Emma Field, Aidan MacDonald and I researched, analyzed, synthesized and presented information on Oliver Cromwell and his son Richard Cromwell. We covered their roles in history, their impact on the English Civil war and (hopefully) generated discussion/introspective thought on the morality of their actions during the 1600’s.

  • Considering your own presentation, as well as those of others:
    • What are you proud of contributing to your group and the class’ understanding of your topic?

The Fajber-Field-MacDonald Trifecta (FFMT, for short) was quick to decide on our course of action with regards to this assignment: we all agreed to make a song. After further discussion, it was proposed and then agreed upon that we would additionally create and present a timeline chronicling the life and times of the Cromwells, therefore putting all our information into a more accessible format.

We split the timeline into three sections, and the song was created in a 6 hour writing/recording session that used materials such as: video-cameras, Aidan’s laptop, excessive amounts of Chai Tea Latte, and repetitive vocal support on the part of Emma and Aidan that I was to be the lead singer.

    • How would you alter or improve your group / class participation to ensure better understanding of your topic in future units?

FFMT was the best quad in TALONS history. ‘Nuff said.

In all seriousness, we worked very well together.

With regards to class participation…

I have been undertaking a vigorous mental exercise that has doubled as a thought experiment; for the past month or so in the TALONS room I have been endeavoring to speak less and to listen, truly listen, more. The catalyst for this change in classroom behavior was a discussion we had during the Wiki section, where Vanessa’s diplomatic chops caused me to re-evaluate the impact I was having on discussions.

Being quieter was a rather fascinating thing to try and do, really, and over spring break I have had a lot of trouble putting these thoughts into words. The conclusion that I drew included, but were not limited to:

  • The TALONS, as a whole, are ineffective decision makers; however, this is because we are generally primarily concerned with hearing everyone out. That is not something that I wish to see change. Despite this, the lack of forward momentum which arises in most class discussions involving choice is a frustrating thing to observe without personally jumping in and doing what (I feel), would increase our effectiveness, and therefore our overall time we had left to do things.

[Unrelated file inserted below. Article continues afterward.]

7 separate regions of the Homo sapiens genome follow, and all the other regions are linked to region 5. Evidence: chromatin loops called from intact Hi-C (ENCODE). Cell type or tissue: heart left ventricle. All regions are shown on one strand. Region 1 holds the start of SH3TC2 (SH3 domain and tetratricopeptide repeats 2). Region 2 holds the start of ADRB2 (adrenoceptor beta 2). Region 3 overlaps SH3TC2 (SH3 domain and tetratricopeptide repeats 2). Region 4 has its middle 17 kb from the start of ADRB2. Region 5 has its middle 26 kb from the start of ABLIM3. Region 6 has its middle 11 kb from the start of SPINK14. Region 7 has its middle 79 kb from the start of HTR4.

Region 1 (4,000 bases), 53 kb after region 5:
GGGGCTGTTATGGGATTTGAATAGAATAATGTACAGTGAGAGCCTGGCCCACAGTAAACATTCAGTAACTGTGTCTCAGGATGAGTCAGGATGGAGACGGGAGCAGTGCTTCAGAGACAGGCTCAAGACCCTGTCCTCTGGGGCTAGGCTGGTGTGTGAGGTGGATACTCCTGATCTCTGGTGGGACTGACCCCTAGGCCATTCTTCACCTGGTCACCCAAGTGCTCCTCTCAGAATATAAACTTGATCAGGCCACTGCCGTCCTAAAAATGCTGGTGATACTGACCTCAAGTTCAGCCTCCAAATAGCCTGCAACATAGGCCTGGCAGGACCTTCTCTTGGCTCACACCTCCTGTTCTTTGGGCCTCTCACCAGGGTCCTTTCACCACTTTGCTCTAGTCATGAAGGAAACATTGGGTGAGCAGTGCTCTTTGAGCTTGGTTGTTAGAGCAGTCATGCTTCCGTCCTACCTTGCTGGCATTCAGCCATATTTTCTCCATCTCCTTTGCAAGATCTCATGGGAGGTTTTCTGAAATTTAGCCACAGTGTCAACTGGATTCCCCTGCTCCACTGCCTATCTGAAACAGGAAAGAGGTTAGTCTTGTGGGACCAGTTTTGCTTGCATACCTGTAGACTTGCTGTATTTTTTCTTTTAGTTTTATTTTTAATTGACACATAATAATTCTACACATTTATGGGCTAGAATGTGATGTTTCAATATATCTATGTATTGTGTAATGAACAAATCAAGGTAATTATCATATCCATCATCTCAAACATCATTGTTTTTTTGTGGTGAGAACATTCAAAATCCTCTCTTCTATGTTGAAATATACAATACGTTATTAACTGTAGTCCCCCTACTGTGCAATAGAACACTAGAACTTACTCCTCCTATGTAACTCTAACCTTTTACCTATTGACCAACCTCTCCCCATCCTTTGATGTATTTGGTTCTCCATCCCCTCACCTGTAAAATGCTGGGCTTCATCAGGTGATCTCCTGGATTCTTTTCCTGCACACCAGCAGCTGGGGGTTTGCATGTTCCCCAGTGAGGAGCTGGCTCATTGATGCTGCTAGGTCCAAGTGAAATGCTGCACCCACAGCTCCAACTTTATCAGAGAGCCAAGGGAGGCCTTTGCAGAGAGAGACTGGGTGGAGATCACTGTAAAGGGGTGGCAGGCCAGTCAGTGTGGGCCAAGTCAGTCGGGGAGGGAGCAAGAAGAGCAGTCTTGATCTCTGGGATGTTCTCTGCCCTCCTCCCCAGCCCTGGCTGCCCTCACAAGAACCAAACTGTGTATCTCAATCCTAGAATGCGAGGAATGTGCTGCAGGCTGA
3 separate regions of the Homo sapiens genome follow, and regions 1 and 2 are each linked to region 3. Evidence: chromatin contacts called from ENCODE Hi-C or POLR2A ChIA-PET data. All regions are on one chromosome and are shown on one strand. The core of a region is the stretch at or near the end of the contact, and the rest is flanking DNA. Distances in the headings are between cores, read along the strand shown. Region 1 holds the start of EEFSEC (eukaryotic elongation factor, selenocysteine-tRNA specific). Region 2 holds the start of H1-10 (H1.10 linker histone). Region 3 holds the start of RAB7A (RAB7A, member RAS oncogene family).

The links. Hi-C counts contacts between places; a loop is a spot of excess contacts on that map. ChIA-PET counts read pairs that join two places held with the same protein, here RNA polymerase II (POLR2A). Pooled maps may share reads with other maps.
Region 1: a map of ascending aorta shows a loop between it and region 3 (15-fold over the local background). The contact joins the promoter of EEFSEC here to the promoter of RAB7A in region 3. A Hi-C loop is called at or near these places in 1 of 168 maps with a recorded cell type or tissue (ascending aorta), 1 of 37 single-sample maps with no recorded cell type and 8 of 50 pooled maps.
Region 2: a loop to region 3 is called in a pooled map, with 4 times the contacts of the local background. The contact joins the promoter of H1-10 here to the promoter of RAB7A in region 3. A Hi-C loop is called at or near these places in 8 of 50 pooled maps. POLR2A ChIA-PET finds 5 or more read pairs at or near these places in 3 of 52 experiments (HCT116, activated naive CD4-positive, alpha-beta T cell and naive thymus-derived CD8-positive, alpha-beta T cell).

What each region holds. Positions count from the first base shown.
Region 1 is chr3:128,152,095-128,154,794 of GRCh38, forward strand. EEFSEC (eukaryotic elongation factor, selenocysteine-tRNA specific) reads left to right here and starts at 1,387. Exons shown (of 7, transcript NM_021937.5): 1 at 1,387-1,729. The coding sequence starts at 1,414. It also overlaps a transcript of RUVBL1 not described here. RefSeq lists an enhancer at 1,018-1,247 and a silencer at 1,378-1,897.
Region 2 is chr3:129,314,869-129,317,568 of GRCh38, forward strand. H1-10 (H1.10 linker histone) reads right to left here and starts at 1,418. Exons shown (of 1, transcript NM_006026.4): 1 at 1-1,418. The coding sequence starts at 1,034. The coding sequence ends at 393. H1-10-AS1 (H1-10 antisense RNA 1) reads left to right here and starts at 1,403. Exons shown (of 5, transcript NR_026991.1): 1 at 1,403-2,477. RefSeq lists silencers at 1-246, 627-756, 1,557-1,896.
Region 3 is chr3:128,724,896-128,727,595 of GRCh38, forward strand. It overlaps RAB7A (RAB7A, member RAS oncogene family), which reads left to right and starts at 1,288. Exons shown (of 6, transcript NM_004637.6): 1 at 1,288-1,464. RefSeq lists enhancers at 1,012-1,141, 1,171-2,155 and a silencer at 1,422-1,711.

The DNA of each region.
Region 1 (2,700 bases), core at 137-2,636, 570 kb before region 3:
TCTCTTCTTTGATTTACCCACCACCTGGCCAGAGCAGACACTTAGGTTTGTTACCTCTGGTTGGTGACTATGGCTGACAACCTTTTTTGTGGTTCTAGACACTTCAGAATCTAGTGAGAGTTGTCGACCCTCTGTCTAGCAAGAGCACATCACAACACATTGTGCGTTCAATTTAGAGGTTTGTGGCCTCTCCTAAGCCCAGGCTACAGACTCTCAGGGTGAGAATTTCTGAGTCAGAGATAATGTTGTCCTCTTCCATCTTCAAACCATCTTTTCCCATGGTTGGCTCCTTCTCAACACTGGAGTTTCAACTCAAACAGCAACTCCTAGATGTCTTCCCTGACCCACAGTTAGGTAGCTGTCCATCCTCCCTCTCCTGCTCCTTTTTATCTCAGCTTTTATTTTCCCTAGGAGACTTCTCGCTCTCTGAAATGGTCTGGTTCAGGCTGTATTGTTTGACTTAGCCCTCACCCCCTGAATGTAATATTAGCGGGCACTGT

• Our class contains people that put their opinions forward, and those that choose not to. This seems like a surface assumption, but over these past few weeks I have had the opportunity to think about it a lot. I want to hear everyone’s opinion, but I feel a NEED to move things forward. I get physical pain in my chest when we use entire blocks for simple discussions; not because I think the discussion was unimportant, or unneeded, but because we could have discussed what we needed to speak about and then discuss what we wanted to speak about. That’s all. How this relates back to the idea of certain people choosing not to put their ideas forward… to reach our highest cohesive success, every TALONS needs the confidence to put their ideas forward, and the restraint to hold their ideas back. I can say now from experience that the latter is more difficult then one might think. This means that when you feel your thought is worth saying, you say it. No one can fault you. But when you are saying something for the sake of being heard or rehashing something that you or someone else is unhappy with, unfortunately you have to exercise your self-control. This was hard for me to initially understand (it seems we TALONS have very ingrained ideas and values of justice), ‘how can you let something happen when you could and should forward a better option?’. For In-Depth, my mentor, Jacob Gebrewold, had Emma and I read the 21 Irrefutable Laws of Leadership. It reads as such: You give up to go on.

It was an interesting thought experiment, and one I recommend to other people in our classroom that have the inclination to speak often and freely. Because of this self-imposed restriction during the course of this project I contributed less than I had the capacity to; however, I am glad that I took the opportunity to gain this new insight.

  • How should we as a class look to improve future experiments in collaborative unit planning / teaching / assessment? ”Ask and yea shall receive…”

I think the project was well-formed, cohesive, and excellent for learning retention (I will never forget ‘Black Tom’ from the English Civil War). The problem that I personally had was the time it took to get off the ground. I will not waste your time describing again my thoughts on our class discussions.

  • Other than your own section, describe an element of the unit which captured your interest.
    • What will you remember about it?

I could go into detail on almost every quad’s project (in my opinion everyone had a high calibre lesson) but I’d like to take this time to highlight the Risk game.

The Risk game was successful in what it was aiming to do: to have the TALONS class actively learning about the battles and scope of the English Civil War, all the while being engaging to (most of) the class. That’s no mean feat. The creators put a lot of thought into the game rules which was evident (food, special events, special units, etc.) but what really caused it to be effective was the evolutionary process it had over the course of the week it ran. Mr. Jackson pointed out how he was delighted to see that the Risk team was taking feedback and actually applying it; what may have been unsaid was how good an effect that had on the TALONS class. That constant change and recognition of feedback allowed it to go from a great, to an outstanding project.

    • How does it relate to your existing knowledge/feelings/assumptions about history and politics?